Photopia: A Recommendation [Spoiler-Free!]

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text.pngAlright, usually I have no compunctions about spoiling a game when I attempt to dissect, analyze, or even just comment on it. Especially if the game, like Photopia, is ten years old. But this situation is different, because I know there are people out there who don't get as much vitamin IF as they should, and because the game in question is so overwhelmingly about narrative experience that spoilers would ruin it completely. That said, Adam Cadre's Photopia does touch on a number of themes that I'd like to talk about in greater depth. Which makes for a dilemma.

So here's what I'm going to do: today, I'm going to recommend that you go play Photopia. If that's not enough to make you actually do it, then let me mention that the game comes well recommended. It won the 1998 Interactive Fiction Competition and has recently been favorably reviewed by both Play This Thing! and Rock, Paper, Shotgun. Go ahead and read those reviews if you need convincing, they won't spoil anything either.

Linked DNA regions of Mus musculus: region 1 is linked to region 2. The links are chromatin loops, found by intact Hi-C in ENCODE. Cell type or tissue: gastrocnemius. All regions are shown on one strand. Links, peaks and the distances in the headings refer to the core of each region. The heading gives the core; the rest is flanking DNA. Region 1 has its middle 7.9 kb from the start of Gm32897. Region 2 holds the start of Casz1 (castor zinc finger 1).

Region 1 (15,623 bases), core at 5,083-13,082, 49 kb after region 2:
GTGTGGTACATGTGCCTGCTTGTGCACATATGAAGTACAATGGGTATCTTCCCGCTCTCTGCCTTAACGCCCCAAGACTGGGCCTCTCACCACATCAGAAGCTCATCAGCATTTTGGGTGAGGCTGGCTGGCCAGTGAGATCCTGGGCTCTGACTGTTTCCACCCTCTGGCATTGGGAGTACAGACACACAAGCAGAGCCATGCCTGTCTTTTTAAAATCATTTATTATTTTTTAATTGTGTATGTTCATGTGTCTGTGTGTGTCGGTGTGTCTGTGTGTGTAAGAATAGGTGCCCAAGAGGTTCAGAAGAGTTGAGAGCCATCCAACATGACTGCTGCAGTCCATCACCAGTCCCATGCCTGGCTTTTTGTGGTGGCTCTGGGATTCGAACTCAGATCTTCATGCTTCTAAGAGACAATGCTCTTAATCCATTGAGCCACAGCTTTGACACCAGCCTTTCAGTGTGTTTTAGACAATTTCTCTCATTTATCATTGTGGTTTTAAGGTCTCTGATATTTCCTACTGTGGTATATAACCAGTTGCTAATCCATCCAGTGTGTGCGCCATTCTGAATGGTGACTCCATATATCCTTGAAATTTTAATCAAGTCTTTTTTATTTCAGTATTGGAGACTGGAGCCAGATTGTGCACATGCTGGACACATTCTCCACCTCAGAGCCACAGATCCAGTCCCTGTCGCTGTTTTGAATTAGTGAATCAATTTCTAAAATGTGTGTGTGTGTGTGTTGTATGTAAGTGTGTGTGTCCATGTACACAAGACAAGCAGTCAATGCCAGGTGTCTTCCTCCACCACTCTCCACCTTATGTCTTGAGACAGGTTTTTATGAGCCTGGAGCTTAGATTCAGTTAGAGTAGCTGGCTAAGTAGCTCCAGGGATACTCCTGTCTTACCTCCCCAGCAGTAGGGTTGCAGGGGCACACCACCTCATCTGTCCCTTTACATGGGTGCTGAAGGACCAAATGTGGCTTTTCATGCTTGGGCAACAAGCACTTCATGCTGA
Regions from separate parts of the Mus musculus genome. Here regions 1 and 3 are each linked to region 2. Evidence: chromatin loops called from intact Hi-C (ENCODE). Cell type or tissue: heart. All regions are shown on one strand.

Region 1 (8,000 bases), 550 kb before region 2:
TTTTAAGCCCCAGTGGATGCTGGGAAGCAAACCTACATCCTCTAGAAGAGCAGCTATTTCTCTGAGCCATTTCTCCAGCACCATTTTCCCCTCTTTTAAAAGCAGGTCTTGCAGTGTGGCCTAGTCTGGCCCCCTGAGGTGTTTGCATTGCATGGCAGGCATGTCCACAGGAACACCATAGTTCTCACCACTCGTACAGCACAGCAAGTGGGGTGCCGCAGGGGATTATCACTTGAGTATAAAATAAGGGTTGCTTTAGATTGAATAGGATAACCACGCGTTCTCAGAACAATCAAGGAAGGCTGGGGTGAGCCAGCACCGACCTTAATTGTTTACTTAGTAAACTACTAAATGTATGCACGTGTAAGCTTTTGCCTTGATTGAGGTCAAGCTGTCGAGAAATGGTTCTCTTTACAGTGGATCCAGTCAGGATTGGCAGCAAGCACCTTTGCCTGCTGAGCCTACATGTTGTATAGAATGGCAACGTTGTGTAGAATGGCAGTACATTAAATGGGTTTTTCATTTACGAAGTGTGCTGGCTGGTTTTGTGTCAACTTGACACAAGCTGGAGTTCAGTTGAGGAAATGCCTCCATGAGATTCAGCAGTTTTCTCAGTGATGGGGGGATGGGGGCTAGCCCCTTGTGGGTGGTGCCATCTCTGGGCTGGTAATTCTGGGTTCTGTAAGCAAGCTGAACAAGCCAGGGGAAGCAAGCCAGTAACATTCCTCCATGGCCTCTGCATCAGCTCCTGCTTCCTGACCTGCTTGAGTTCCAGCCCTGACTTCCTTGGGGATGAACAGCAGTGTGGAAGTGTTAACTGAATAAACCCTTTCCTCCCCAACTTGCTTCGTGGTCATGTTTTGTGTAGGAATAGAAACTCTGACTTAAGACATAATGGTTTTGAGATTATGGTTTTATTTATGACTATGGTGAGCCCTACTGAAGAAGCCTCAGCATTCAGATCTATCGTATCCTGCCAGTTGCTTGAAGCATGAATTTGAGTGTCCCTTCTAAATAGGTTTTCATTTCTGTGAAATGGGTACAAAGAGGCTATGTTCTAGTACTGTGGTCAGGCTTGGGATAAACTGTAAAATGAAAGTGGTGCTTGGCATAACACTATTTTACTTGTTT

Photopia is interactive fiction, light on the interactive. The story is extremely linear, and although it does contain a couple puzzles, they're simple and pretty straightforward. There should be little of the adventure-game-style frustration that often accompanies this kind of game, although it is text-based so you will have to work with a parser. The other thing I'll say about it is that it's only about forty-five minutes long, and it's worthwhile to find yourself a little block of time to play through the whole thing. I played it over the course of two days, and I wish now that the experience had been uninterrupted. Oh, and also, I want to repeat RPS's advice: when the time comes, for God's sake, talk to Alley about astrophysics.

After you've had a chance to play the game, I'll talk some more about the specific things it sparked for me. So here's your warning: sometime in the future, subsequent entries on this blog will contain Photopia spoilers. And you will be much better off, as a reader of this blog and as a human being, if you've played the game before that time comes. You have been warned!

ETA: PTT! has links to the game and relevant interpreters, so go there for the download.

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